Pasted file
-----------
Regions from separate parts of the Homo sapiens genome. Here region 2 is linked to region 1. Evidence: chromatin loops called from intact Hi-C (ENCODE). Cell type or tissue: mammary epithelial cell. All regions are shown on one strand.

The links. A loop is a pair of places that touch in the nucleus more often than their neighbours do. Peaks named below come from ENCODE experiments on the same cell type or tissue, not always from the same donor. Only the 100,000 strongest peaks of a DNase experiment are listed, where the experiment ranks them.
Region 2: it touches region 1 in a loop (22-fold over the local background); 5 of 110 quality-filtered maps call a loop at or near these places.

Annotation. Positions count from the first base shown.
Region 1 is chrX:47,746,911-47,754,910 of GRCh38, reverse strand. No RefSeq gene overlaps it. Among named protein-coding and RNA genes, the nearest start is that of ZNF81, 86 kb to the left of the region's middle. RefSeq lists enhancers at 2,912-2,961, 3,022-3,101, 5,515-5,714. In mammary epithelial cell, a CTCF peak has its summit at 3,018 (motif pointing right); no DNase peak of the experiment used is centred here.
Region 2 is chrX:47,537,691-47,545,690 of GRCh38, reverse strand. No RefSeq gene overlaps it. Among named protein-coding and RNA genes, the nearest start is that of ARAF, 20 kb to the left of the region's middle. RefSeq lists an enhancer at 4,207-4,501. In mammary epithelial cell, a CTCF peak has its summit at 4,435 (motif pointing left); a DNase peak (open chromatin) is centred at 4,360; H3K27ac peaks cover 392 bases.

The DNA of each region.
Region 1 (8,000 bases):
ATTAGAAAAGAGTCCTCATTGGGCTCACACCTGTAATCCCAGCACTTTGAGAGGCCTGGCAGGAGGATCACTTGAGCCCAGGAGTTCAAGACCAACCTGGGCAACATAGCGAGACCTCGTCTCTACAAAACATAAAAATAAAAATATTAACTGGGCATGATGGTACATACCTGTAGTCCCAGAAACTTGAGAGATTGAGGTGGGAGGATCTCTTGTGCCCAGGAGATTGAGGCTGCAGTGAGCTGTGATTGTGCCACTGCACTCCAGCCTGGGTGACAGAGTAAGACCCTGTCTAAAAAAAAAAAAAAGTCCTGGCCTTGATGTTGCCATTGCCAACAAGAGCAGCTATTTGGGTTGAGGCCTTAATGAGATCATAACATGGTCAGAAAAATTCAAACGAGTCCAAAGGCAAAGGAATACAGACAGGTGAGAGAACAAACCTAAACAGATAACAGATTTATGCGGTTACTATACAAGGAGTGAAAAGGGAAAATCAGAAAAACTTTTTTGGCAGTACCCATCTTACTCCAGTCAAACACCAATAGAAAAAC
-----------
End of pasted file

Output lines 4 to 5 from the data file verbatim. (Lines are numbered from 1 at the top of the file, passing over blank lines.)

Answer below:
Annotation. Positions count from the first base shown.
Region 1 is chrX:47,746,911-47,754,910 of GRCh38, reverse strand. No RefSeq gene overlaps it. Among named protein-coding and RNA genes, the nearest start is that of ZNF81, 86 kb to the left of the region's middle. RefSeq lists enhancers at 2,912-2,961, 3,022-3,101, 5,515-5,714. In mammary epithelial cell, a CTCF peak has its summit at 3,018 (motif pointing right); no DNase peak of the experiment used is centred here.